This is the oldest marketplace/fairground in Basel. Even without the Herbstmesse, the walk is worth it for the fantastic views out over the Rhein. The Münster is one of the top sights to see in Basel, sitting atop the city in the middle of the colourful lights and with a stunning view out over the Rhein and Kleinbasel. You cannot miss is during it during the Herbstmesse as there is a huge ferris there. Enjoy the view!
Tram stop Marktplatz/Barfusserplatz and then walk uphill to the Münster
This is the place for all the thrillseekers and adrenalin junkies. You find the wildest and craziest rides here. Of course there are also places to get yourself food here and there are attractions like throw bush.
Tram stop Kaserne
Right, there is this crazy freefall tower that goes through a hole in a building (check out the picture)! But, there is also the legendary “Fressmeile” (it means “eating mile” in German, although “fressen” generally refers to eating without any manners, like an animal, and may be considered a bit rude to use towards a person in everyday language!). Here you can fill your belly with delicious street-style food like “Klöpfer” (traditional swiss sausage). This was always my favourite place at the Basler Herbstmesse when I got hungry, and Sarah has an office so close by that she has been there to eat for lunch on occasion.
Tram stop Messeplatz/Gewerbeschule
Back in the days where I was only allowed to go to the Basler Herbstmesse with my parents, a part of the Herbstmesse took place inside a building. Later they closed that building and I can remember how much I missed this special place (especially when it rained). Everything inside the hall was similar to what you can find at the Herbstmesse outside the hall, but much more intense for being indoors. The colours shone brighter, the noise was louder and the smells were so much stronger! Because I was not the only one who apparently felt like that, they brought back this concept. As if that wouldn’t be awesome enough, they made the whole Messehalle 3 in the style of the 80’s.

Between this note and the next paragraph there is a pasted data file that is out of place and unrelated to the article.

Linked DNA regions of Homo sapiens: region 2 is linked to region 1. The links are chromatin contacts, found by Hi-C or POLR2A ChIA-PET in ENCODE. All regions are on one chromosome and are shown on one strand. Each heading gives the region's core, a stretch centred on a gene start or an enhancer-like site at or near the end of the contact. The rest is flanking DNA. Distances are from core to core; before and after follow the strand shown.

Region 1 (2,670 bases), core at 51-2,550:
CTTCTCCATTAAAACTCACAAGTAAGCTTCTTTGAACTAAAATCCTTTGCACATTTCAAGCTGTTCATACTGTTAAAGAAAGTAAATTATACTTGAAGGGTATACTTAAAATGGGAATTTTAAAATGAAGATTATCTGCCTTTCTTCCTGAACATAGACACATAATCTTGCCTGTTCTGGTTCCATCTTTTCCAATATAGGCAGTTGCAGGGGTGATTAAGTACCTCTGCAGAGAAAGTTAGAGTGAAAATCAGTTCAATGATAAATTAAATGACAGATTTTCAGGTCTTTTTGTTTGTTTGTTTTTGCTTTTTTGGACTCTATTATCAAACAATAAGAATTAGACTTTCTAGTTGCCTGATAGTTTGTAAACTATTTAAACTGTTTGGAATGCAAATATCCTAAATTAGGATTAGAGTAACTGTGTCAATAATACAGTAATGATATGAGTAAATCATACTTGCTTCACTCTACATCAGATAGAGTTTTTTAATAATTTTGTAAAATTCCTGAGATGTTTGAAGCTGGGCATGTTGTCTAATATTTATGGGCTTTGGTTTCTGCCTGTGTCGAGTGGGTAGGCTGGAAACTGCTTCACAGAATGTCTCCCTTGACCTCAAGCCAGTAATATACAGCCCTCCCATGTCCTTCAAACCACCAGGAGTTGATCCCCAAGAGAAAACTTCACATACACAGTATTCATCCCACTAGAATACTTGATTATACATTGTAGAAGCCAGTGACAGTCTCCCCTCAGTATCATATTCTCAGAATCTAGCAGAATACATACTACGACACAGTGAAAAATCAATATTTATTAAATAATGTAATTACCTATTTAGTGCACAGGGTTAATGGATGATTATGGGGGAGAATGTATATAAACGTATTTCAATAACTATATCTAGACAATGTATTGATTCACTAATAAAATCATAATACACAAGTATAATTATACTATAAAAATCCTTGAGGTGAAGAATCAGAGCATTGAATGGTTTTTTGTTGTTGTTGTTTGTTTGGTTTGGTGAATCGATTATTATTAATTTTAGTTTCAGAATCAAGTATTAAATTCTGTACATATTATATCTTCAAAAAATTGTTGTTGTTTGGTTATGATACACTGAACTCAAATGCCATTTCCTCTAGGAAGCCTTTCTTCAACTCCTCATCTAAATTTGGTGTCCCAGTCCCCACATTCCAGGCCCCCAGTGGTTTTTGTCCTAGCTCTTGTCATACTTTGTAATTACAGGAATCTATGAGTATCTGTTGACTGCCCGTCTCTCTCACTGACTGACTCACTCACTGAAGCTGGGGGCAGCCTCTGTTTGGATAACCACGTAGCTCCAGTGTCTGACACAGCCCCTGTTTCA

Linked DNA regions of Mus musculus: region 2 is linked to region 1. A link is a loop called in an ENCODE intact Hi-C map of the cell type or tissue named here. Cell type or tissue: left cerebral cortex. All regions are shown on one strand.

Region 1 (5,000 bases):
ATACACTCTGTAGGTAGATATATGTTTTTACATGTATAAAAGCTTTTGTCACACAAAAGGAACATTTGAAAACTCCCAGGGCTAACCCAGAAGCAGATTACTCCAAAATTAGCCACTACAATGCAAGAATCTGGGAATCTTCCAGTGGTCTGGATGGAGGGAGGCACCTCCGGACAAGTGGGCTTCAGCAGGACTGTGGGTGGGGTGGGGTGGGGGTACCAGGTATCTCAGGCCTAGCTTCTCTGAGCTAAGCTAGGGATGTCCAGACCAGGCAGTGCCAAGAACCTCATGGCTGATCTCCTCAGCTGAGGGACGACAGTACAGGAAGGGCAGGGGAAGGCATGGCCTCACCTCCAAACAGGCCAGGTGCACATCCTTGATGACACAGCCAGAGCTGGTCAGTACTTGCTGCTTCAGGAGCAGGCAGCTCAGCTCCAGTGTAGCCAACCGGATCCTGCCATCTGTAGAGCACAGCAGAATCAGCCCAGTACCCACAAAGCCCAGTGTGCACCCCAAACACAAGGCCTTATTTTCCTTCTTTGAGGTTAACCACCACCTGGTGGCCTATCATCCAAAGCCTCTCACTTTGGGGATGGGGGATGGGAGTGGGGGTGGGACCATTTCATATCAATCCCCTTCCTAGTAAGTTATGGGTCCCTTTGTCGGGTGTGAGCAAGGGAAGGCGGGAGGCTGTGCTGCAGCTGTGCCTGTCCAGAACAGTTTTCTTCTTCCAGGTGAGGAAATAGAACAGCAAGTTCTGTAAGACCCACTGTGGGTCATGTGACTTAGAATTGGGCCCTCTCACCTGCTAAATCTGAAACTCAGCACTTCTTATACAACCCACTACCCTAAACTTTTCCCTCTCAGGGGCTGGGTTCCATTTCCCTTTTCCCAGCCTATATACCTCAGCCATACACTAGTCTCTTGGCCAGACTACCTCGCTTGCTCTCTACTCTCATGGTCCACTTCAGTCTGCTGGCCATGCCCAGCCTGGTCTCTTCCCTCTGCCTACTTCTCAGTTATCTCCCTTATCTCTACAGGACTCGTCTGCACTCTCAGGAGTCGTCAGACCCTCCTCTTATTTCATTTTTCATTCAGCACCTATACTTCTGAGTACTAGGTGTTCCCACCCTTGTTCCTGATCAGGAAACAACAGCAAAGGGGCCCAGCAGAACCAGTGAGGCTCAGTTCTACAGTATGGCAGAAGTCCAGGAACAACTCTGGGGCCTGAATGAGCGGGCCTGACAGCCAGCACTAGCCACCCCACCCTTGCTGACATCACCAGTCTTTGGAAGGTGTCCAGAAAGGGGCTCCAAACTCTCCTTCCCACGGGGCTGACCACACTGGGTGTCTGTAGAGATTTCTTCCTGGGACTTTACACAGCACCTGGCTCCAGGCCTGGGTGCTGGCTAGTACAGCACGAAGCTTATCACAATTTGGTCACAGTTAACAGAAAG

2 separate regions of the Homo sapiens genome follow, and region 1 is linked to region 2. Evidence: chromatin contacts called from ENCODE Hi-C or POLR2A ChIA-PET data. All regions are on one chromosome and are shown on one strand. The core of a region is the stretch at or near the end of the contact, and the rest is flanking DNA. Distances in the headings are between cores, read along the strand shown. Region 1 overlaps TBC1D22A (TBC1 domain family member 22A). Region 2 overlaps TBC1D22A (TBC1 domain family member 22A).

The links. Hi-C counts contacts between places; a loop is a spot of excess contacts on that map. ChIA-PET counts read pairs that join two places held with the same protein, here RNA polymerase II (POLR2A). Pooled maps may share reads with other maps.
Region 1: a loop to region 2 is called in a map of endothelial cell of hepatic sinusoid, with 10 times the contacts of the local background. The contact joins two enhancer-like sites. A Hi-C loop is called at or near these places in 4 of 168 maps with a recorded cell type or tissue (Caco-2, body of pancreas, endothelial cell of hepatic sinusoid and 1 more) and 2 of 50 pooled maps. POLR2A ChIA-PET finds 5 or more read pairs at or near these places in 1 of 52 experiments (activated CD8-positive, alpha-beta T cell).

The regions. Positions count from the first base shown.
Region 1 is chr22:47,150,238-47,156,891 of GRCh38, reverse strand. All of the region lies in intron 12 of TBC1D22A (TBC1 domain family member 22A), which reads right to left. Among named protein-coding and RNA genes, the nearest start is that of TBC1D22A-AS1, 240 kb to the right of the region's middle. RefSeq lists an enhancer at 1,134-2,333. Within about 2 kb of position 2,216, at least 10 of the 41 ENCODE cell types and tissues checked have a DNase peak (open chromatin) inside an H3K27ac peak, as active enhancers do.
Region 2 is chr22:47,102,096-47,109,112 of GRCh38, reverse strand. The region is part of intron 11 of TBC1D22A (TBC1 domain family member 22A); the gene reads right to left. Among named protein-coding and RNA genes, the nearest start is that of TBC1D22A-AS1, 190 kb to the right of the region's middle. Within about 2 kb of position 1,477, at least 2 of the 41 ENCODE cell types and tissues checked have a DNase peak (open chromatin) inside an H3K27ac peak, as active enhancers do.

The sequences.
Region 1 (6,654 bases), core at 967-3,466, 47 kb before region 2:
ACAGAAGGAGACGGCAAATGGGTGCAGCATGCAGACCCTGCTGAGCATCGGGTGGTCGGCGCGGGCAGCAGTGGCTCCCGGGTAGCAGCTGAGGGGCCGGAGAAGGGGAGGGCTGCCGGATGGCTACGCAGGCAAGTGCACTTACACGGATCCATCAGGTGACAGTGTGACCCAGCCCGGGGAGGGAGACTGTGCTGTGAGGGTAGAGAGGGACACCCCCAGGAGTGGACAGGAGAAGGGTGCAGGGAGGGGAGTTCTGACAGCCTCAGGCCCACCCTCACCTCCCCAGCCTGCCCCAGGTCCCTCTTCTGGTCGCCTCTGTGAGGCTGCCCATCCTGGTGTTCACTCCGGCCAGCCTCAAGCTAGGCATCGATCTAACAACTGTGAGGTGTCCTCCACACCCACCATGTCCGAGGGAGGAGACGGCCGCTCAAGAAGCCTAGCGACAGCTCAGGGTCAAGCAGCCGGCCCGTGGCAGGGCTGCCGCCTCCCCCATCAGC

Tram stop Messeplatz
Tips and further information
So do you remember the lights I mentioned earlier? They are one of the main reasons to go to the Basler Herbstmesse after dark. The display of colours creates lot of the extra charm. For this reason, visiting the Herbstmesse during the day means it is less crowded. Speaking of crowds, it can get very busy over the evenings and weekends. The Herbstmesse attracts more than a million visitors, spread over 13 days. This year the Herbstmesse goes from the 29th of October until the 10th of November. If you need any more information go this webpage (German only).
Other fairs at the same time
There are 3 other fairs in Basel that take place in the same two-week period as the Basler Herbstmesse. There is the “Basler Herbstwarenmesse” where you can buy a variety of different products, from vacuum cleaners to electronics to kitchen utensils. Also, the “Weinmesse” and its partner festival, the “Feinmesse“. A wine and fine-food fair respectively, they take place in the Messeplatz, and you need tickets for entry. One of our other blog posts (coming soon!) covers some tasting highlights from the Winemesse and Feinmesse.
If you’d like to know more about the food you can find at the Basler Herbstmesse, check out our Foodie Guide to the Herbstmesse.